Jose Huizar Destroys Rudy Martinez in L.A. City Council District 14 Election: Here's What Went Wrong for the Challenger
Update: The final count, Huizar over Martinez, is 64.22 percent to 35.78 percent. 14,429 people voted in the race. Originally posted at 12:20 a.m.
Eighty-three percent of votes have been counted in the City Council District 14 election, and the people's choice is clear: Jose Huizar for another four years.
But the numbers are more extreme than most political watchers expected -- 65 percent to 35 percent.
How did a candidate with a militant right-hand man, a "Mean Girls" ranking of all power players in his district and a walk-in closet's worth of skeletons beat his well-funded opponent, reality star and local restauranteer Rudy Martinez, so thoroughly?
Well, aside from the obvious -- Huizar's an incumbent in change-resistant Los Angeles, and, with the help of Mayor Antonio Villaraigosa, raised over $400,000 to plaster his district head-to-toe in campaign paraphernalia -- Martinez just didn't have what it takes, and may have been too confident for his own good.
After speaking with hundreds of voters at our Eagle Rock exit poll today, we finally understand why. Though some were uninformed, many provided a thoughtful analysis as to why Huizar was the lesser of two evils.
1. Martinez was largely unfamiliar with the kind of city minutea we pay city politicians the big bucks to care about so we don't have to. At candidate forums, Martinez easily accused Huizar of misusing the CLARTS fund (following the lead of the L.A. media mafia), but in the end, had no idea what he'd do with the money himself.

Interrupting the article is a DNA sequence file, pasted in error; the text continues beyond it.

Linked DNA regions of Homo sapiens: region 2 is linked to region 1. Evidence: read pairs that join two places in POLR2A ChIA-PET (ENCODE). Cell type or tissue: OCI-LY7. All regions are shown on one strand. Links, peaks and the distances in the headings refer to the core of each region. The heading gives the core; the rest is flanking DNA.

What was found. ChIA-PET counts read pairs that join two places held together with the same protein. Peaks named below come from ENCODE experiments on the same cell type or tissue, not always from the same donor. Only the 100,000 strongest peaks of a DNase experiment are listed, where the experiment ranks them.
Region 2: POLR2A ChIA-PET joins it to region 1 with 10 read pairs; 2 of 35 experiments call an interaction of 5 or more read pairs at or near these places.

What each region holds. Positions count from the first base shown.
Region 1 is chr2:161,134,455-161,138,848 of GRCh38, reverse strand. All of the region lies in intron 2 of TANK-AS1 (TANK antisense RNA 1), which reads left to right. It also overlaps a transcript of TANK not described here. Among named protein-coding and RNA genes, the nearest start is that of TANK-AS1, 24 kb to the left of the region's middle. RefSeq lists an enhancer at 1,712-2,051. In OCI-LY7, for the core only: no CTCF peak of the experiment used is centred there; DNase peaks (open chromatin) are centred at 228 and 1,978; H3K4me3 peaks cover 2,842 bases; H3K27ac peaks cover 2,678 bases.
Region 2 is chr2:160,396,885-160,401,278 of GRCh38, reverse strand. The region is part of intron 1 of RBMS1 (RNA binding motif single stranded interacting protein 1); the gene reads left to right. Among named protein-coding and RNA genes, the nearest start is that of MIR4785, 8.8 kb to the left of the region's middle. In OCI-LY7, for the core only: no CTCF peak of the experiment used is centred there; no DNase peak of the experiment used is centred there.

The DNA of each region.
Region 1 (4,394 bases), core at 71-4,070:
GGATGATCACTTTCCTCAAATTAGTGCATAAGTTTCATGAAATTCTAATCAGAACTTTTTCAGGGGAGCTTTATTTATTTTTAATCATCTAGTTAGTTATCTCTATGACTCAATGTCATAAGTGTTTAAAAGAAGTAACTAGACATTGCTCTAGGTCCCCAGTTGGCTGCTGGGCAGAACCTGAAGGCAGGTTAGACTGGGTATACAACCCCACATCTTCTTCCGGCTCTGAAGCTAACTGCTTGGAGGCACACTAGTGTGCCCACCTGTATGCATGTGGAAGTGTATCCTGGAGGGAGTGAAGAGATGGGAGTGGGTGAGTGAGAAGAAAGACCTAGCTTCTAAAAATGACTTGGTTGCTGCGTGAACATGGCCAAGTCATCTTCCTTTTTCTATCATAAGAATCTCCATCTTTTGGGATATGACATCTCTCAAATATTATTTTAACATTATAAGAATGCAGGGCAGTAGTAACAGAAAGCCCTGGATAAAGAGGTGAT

2. Martinez promised he'd stick up for business at all turns, and scored a surefire vote from small-business owners for that. But he never really complemented his entrepreneurial side with a solid plan for covering the other fundamental concerns of city life. Huizar's a pothole politician, and it gets him places. Plus, he's got roots in dozens of community programs and orgs -- each of which host dozens of staffers and volunteers who showed him love at the polls.
3. Turns out lots of folks see
restaurant owners big-time businessmen/reality stars turned politicians as A-holes.
4. And they weren't buying his tears. Or the relentless smears. They just wanted someone they knew could run the city, even if Huizar does it like a predictable politician.
Some telling quotes from today:
"They're both about the same, but one's up to speed and the other isn't."
"Martinez ran a completely negative campaign, and never said anything about what he would do."
"We went to the debate, and he was unable to answer questions well. He also had a bad attitude."
"It was a hard decision, but Huizar already knows people to get things moving."
There was also the foreshadowing fact that Martinez perceived both the El Sereno Youth Center and the Eagle Rock City Hall voting locations as his own strongholds -- when, in fact, we couldn't find a single one of his supporters at the former, and the latter was split evenly down the middle, even leaning slightly Huizar.
Out of touch, indeed. You tell us: How did Martinez tank this hard? And see also, "LA Weekly Exit Poll in Eagle Rock Shows Problems for Martinez."
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